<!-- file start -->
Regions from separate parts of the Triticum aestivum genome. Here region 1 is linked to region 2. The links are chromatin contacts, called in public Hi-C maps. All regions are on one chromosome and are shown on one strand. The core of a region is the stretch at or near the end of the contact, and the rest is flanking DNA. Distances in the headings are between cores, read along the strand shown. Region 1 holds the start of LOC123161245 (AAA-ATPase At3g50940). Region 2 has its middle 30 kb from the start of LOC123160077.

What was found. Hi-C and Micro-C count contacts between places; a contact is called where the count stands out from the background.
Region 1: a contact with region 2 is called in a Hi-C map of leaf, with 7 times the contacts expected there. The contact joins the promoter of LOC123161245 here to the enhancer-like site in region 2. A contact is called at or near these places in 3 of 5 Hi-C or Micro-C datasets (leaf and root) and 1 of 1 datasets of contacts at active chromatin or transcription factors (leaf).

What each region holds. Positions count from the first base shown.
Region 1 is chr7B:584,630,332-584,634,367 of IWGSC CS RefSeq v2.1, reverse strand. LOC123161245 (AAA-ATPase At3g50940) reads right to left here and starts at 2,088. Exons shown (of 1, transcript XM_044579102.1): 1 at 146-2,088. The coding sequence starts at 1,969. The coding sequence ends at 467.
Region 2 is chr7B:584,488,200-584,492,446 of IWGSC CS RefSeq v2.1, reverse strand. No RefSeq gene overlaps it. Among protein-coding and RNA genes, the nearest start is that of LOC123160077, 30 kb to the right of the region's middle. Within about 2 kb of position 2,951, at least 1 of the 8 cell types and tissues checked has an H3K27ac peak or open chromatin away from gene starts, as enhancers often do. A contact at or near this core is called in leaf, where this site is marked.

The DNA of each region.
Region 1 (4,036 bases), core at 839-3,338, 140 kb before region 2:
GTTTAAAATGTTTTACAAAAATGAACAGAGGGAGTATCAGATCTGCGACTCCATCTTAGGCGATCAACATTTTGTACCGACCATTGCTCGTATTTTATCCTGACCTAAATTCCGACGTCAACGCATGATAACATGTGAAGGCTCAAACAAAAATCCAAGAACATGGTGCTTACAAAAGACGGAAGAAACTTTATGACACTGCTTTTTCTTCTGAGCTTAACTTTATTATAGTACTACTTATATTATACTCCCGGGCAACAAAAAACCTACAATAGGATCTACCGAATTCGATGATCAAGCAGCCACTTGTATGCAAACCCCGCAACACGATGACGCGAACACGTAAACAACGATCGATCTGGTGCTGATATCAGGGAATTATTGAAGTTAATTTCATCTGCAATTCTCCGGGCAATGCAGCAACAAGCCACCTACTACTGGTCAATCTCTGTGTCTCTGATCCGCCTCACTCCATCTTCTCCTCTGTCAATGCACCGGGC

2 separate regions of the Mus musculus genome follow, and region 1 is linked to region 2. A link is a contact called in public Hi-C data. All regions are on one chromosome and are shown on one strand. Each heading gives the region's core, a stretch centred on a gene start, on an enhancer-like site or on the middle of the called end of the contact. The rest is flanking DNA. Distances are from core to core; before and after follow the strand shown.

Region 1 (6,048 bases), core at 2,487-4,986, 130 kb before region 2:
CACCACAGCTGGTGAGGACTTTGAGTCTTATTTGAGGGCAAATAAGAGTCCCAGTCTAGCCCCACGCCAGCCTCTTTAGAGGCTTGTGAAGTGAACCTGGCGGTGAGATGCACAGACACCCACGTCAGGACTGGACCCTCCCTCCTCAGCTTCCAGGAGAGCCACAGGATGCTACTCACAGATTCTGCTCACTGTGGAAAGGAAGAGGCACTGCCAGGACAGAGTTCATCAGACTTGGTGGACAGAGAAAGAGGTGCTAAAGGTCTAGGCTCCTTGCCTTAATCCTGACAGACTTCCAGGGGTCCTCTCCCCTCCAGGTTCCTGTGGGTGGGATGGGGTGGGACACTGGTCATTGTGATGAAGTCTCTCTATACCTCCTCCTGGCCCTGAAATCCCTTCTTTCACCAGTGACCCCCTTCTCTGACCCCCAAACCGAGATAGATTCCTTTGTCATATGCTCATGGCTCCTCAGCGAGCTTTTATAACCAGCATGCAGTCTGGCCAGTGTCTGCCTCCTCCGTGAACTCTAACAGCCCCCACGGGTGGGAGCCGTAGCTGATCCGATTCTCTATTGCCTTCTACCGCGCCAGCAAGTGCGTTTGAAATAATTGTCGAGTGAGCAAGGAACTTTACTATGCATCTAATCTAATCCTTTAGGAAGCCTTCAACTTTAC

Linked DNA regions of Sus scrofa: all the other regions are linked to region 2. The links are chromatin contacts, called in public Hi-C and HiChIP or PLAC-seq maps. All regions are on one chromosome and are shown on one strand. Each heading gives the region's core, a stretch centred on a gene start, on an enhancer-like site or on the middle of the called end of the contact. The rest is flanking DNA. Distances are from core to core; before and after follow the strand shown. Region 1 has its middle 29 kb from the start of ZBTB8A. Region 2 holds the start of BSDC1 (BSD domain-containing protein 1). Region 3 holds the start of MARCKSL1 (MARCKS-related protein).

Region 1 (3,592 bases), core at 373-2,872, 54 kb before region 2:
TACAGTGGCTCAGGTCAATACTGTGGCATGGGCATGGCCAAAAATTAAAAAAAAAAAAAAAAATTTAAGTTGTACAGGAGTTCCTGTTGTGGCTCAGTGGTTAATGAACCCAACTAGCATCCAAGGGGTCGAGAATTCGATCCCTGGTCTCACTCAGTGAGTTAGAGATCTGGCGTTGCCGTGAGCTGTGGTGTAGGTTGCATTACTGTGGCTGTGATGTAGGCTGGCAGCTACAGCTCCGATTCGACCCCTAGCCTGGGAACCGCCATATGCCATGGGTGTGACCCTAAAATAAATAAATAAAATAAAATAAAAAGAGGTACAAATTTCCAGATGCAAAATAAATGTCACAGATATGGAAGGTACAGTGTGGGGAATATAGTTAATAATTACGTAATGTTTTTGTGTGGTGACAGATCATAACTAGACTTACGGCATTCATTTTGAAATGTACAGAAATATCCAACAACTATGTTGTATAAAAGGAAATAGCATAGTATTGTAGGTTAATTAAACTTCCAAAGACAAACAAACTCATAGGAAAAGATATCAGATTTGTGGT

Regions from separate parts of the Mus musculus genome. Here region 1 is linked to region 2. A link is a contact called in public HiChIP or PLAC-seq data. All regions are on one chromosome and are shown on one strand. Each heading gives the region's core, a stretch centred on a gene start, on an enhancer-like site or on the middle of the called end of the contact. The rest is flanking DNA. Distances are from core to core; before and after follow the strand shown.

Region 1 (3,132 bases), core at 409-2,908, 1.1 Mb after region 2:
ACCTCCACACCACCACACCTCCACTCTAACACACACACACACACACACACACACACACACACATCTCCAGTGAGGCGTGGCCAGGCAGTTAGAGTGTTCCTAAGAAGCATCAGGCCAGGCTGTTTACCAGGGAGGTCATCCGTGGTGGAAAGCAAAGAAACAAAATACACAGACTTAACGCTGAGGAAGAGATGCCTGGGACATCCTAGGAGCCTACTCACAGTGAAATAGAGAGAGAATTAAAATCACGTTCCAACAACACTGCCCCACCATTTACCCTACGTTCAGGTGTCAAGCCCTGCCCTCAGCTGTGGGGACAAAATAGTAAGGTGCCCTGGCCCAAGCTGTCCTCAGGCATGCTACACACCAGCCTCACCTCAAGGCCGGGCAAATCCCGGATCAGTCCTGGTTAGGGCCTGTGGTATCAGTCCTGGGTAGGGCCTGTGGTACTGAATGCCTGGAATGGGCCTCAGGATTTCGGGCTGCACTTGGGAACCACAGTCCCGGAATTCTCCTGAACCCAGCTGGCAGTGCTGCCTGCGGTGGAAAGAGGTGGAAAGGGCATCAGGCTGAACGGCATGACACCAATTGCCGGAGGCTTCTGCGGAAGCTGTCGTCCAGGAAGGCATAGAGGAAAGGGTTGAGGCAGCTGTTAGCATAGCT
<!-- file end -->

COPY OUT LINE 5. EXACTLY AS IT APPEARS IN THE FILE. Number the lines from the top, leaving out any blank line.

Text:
Region 1 is chr7B:584,630,332-584,634,367 of IWGSC CS RefSeq v2.1, reverse strand. LOC123161245 (AAA-ATPase At3g50940) reads right to left here and starts at 2,088. Exons shown (of 1, transcript XM_044579102.1): 1 at 146-2,088. The coding sequence starts at 1,969. The coding sequence ends at 467.